What Are Dog Walking Options for My Older Dog?


As our dogs age their needs also change. Depending on your dog’s breed, they may be considered a senior pet at different ages.  Large breeds as young as 6 years old can sometimes be considered older, while smaller breeds may not be senior status until about 10-12 years. Walking your dog only gets more important as they age, here are some things to take in account when thinking about dog walking with your older dog.

  • As dogs age they tend to be less active throughout the day.

Older dogs do a lot more laying around the house than they did when they were young. Gone are the days of crazily batting around a water bottle or chasing balls around the house. Because of this, they also get far less exercise which is undeniably important to their health.

Weight management is one of the biggest benefits of walking with your older dog. Since they are moving less, sometimes this is the only real exercise they get all day. It also helps loosen their muscles, wards of fat, and stimulates their minds, both of which keep them fresh and feeling good.

  • Most senior dogs need more potty breaks.

As your pup creeps up to senior citizen status they may have a harder time holding in their bathroom needs all day. They need more frequent trips to the bathroom to avoid accidents, UTI’s and overall be more comfortable throughout the day.

  • You may need to change the duration and frequency of their walks.

While it is very important to get your dog out and moving every day, the dynamic of the walk will likely need to change. Senior dogs benefit more from shorter walks at least twice a day (morning, noon and night would be the best).  Sometimes the weather does not agree with the older dog, if it’s too hot or too cold in the morning or at night, walking them at the warmest/coolest part of the day is key.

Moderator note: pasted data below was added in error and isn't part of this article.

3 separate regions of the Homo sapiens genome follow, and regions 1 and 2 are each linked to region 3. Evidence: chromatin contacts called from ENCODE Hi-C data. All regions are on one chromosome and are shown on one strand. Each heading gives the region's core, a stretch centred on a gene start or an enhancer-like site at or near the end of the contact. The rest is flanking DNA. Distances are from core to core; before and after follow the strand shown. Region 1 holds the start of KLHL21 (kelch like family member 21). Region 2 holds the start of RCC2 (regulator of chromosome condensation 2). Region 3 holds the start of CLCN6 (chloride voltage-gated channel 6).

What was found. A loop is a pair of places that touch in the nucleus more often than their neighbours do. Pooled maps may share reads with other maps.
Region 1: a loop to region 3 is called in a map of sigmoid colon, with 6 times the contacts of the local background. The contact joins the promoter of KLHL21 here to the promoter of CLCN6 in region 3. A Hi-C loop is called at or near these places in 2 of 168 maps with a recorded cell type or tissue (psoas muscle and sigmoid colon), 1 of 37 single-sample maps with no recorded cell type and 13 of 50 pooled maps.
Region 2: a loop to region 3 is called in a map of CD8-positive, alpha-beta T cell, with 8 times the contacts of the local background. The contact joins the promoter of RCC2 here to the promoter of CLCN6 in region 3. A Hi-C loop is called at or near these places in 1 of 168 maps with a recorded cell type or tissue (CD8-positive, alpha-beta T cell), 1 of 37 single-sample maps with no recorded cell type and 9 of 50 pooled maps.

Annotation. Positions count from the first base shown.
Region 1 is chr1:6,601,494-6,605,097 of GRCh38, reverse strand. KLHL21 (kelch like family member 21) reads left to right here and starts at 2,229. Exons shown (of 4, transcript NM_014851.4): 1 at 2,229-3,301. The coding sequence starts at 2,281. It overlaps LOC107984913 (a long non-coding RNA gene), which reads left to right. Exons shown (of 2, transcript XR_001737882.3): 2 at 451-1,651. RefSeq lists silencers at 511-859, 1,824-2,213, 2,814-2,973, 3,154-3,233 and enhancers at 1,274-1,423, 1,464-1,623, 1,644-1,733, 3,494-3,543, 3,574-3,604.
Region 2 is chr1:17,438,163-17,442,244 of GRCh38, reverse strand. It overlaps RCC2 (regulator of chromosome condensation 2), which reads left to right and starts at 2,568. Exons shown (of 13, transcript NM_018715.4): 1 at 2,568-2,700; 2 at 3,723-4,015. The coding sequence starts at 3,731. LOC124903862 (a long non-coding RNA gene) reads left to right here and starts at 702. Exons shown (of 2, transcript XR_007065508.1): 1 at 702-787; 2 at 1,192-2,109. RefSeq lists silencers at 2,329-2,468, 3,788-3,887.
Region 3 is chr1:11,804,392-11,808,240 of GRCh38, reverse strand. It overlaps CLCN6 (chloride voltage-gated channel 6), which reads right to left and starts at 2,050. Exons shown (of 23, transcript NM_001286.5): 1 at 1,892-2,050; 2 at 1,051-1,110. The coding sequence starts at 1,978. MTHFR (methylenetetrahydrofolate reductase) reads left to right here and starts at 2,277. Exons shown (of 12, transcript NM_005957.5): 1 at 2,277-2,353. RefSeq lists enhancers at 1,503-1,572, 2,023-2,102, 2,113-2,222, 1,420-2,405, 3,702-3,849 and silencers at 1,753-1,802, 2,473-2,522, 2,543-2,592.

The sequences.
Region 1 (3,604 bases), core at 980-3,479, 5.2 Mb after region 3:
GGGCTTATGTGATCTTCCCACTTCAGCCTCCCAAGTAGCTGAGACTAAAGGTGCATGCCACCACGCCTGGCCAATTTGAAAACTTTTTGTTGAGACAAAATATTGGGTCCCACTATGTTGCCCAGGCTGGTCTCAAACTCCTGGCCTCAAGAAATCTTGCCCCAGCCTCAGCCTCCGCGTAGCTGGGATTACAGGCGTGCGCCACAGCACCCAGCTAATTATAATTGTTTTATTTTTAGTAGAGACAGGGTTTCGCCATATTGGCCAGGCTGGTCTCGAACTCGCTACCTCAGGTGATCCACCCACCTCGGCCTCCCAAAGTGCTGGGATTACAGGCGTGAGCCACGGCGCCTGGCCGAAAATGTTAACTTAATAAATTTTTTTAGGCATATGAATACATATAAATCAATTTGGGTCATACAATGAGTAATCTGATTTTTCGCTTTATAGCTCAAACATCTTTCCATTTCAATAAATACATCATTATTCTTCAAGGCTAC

If they’ve had the same leash and collar for the last decade, it may be time to give them an upgrade.  Opting for a shorter leash and a harness will help keep their neck and joints safe. Even though they may feel like a puppy again on beautiful days, if they jolt to try and get a squirrel they could end up with an injury.

There’s something special about senior dogs. When they flick those loving yet all-knowing eyes in your direction your heart melts. That’s why it’s so important to make sure they continue to live a long and healthy life.


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